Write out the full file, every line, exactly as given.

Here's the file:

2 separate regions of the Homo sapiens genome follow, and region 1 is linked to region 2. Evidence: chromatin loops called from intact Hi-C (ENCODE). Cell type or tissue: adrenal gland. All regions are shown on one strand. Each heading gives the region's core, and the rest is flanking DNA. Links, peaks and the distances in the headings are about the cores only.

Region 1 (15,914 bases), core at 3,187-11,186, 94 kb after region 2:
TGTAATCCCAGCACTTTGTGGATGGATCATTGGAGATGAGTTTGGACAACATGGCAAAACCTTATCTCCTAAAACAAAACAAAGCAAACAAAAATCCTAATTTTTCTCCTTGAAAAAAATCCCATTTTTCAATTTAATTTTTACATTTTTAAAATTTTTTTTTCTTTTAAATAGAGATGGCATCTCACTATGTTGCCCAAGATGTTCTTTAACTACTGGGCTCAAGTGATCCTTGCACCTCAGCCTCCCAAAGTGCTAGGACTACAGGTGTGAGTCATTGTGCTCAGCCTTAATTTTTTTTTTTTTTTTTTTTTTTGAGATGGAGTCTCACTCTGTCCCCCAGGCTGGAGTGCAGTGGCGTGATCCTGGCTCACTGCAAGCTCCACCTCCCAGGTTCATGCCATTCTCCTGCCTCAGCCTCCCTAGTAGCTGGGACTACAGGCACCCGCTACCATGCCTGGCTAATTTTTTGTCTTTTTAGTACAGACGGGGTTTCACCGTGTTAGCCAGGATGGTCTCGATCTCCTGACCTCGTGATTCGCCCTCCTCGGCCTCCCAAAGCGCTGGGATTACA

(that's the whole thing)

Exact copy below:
2 separate regions of the Homo sapiens genome follow, and region 1 is linked to region 2. Evidence: chromatin loops called from intact Hi-C (ENCODE). Cell type or tissue: adrenal gland. All regions are shown on one strand. Each heading gives the region's core, and the rest is flanking DNA. Links, peaks and the distances in the headings are about the cores only.

Region 1 (15,914 bases), core at 3,187-11,186, 94 kb after region 2:
TGTAATCCCAGCACTTTGTGGATGGATCATTGGAGATGAGTTTGGACAACATGGCAAAACCTTATCTCCTAAAACAAAACAAAGCAAACAAAAATCCTAATTTTTCTCCTTGAAAAAAATCCCATTTTTCAATTTAATTTTTACATTTTTAAAATTTTTTTTTCTTTTAAATAGAGATGGCATCTCACTATGTTGCCCAAGATGTTCTTTAACTACTGGGCTCAAGTGATCCTTGCACCTCAGCCTCCCAAAGTGCTAGGACTACAGGTGTGAGTCATTGTGCTCAGCCTTAATTTTTTTTTTTTTTTTTTTTTTTGAGATGGAGTCTCACTCTGTCCCCCAGGCTGGAGTGCAGTGGCGTGATCCTGGCTCACTGCAAGCTCCACCTCCCAGGTTCATGCCATTCTCCTGCCTCAGCCTCCCTAGTAGCTGGGACTACAGGCACCCGCTACCATGCCTGGCTAATTTTTTGTCTTTTTAGTACAGACGGGGTTTCACCGTGTTAGCCAGGATGGTCTCGATCTCCTGACCTCGTGATTCGCCCTCCTCGGCCTCCCAAAGCGCTGGGATTACA